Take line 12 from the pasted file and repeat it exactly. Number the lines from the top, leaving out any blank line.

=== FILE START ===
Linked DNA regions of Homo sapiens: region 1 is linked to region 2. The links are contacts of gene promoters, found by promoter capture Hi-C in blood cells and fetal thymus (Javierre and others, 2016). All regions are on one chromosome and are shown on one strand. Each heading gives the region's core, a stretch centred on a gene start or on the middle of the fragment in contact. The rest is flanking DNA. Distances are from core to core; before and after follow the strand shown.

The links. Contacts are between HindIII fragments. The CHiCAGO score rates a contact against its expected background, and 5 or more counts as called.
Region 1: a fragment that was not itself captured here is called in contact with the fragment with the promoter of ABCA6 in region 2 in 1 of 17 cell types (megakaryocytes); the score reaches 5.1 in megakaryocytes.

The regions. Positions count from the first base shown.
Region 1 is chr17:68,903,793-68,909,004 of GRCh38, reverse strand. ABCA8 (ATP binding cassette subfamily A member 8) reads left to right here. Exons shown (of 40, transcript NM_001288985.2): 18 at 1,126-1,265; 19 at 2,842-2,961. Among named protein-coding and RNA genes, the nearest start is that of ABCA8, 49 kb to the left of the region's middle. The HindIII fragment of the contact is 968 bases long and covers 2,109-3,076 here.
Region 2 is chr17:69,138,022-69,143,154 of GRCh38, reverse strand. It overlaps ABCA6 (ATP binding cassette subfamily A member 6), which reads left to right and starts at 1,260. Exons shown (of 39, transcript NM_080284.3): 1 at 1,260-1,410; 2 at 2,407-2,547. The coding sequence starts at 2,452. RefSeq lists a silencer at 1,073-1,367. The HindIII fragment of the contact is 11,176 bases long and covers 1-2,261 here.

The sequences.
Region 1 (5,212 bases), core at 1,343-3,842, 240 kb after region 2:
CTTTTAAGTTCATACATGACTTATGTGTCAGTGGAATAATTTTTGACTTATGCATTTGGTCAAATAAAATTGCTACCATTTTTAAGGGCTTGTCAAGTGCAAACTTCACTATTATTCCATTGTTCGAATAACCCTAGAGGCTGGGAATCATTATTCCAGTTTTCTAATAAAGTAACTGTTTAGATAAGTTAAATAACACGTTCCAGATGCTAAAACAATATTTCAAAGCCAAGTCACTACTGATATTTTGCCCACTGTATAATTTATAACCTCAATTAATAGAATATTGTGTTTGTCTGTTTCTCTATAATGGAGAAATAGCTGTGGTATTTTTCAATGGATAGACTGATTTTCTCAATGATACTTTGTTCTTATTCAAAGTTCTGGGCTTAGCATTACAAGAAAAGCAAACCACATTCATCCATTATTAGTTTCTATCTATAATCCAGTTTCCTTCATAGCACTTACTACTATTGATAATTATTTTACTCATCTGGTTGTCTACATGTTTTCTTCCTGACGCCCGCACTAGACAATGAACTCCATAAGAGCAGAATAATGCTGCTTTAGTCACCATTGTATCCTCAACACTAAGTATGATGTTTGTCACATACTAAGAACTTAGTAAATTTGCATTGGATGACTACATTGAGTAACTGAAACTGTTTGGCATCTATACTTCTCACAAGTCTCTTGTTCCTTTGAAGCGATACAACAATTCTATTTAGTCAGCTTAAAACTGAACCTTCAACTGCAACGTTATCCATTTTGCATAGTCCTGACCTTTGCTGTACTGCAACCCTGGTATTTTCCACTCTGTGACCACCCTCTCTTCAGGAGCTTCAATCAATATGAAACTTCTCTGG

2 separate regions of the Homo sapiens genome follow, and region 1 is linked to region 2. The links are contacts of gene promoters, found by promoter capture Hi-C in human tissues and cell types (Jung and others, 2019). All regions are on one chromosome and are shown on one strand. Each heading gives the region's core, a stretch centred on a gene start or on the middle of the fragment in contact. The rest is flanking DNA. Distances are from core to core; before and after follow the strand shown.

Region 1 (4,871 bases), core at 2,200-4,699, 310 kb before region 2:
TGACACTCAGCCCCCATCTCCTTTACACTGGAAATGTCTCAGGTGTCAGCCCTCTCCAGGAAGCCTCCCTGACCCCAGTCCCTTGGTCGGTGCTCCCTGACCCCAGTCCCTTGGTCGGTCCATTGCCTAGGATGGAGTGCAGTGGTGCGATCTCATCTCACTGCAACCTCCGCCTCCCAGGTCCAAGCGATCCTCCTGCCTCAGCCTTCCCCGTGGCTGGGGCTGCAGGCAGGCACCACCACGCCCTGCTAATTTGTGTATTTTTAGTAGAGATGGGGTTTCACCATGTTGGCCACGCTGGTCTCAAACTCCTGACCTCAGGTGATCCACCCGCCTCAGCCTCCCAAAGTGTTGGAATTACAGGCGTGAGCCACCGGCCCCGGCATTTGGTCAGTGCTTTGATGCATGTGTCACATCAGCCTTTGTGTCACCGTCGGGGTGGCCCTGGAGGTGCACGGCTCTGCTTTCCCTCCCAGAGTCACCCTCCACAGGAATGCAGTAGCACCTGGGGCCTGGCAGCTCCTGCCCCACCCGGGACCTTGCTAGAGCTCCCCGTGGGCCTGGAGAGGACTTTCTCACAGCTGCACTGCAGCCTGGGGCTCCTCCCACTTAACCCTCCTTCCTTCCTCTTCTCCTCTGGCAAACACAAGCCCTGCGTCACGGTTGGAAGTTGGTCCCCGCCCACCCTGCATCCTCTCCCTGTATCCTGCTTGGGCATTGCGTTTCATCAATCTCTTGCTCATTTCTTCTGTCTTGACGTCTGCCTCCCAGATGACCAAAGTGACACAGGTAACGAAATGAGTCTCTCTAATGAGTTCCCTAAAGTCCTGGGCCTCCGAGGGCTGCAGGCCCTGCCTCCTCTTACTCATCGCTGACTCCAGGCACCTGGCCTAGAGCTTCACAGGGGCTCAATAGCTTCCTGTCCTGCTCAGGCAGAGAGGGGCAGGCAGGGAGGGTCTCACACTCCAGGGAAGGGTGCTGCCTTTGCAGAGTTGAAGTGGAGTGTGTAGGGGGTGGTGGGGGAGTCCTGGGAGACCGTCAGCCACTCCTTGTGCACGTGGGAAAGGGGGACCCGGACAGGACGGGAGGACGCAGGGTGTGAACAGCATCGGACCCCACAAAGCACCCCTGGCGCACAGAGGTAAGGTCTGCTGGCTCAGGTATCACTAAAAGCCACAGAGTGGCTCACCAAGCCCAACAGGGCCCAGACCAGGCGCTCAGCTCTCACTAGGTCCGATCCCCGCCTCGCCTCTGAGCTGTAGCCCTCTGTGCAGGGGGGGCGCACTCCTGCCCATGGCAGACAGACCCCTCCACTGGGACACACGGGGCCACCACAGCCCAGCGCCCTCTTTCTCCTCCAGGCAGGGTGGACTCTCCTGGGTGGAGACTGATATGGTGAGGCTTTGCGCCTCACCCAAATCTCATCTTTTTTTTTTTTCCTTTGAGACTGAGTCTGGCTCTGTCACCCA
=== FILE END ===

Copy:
TGACACTCAGCCCCCATCTCCTTTACACTGGAAATGTCTCAGGTGTCAGCCCTCTCCAGGAAGCCTCCCTGACCCCAGTCCCTTGGTCGGTGCTCCCTGACCCCAGTCCCTTGGTCGGTCCATTGCCTAGGATGGAGTGCAGTGGTGCGATCTCATCTCACTGCAACCTCCGCCTCCCAGGTCCAAGCGATCCTCCTGCCTCAGCCTTCCCCGTGGCTGGGGCTGCAGGCAGGCACCACCACGCCCTGCTAATTTGTGTATTTTTAGTAGAGATGGGGTTTCACCATGTTGGCCACGCTGGTCTCAAACTCCTGACCTCAGGTGATCCACCCGCCTCAGCCTCCCAAAGTGTTGGAATTACAGGCGTGAGCCACCGGCCCCGGCATTTGGTCAGTGCTTTGATGCATGTGTCACATCAGCCTTTGTGTCACCGTCGGGGTGGCCCTGGAGGTGCACGGCTCTGCTTTCCCTCCCAGAGTCACCCTCCACAGGAATGCAGTAGCACCTGGGGCCTGGCAGCTCCTGCCCCACCCGGGACCTTGCTAGAGCTCCCCGTGGGCCTGGAGAGGACTTTCTCACAGCTGCACTGCAGCCTGGGGCTCCTCCCACTTAACCCTCCTTCCTTCCTCTTCTCCTCTGGCAAACACAAGCCCTGCGTCACGGTTGGAAGTTGGTCCCCGCCCACCCTGCATCCTCTCCCTGTATCCTGCTTGGGCATTGCGTTTCATCAATCTCTTGCTCATTTCTTCTGTCTTGACGTCTGCCTCCCAGATGACCAAAGTGACACAGGTAACGAAATGAGTCTCTCTAATGAGTTCCCTAAAGTCCTGGGCCTCCGAGGGCTGCAGGCCCTGCCTCCTCTTACTCATCGCTGACTCCAGGCACCTGGCCTAGAGCTTCACAGGGGCTCAATAGCTTCCTGTCCTGCTCAGGCAGAGAGGGGCAGGCAGGGAGGGTCTCACACTCCAGGGAAGGGTGCTGCCTTTGCAGAGTTGAAGTGGAGTGTGTAGGGGGTGGTGGGGGAGTCCTGGGAGACCGTCAGCCACTCCTTGTGCACGTGGGAAAGGGGGACCCGGACAGGACGGGAGGACGCAGGGTGTGAACAGCATCGGACCCCACAAAGCACCCCTGGCGCACAGAGGTAAGGTCTGCTGGCTCAGGTATCACTAAAAGCCACAGAGTGGCTCACCAAGCCCAACAGGGCCCAGACCAGGCGCTCAGCTCTCACTAGGTCCGATCCCCGCCTCGCCTCTGAGCTGTAGCCCTCTGTGCAGGGGGGGCGCACTCCTGCCCATGGCAGACAGACCCCTCCACTGGGACACACGGGGCCACCACAGCCCAGCGCCCTCTTTCTCCTCCAGGCAGGGTGGACTCTCCTGGGTGGAGACTGATATGGTGAGGCTTTGCGCCTCACCCAAATCTCATCTTTTTTTTTTTTCCTTTGAGACTGAGTCTGGCTCTGTCACCCA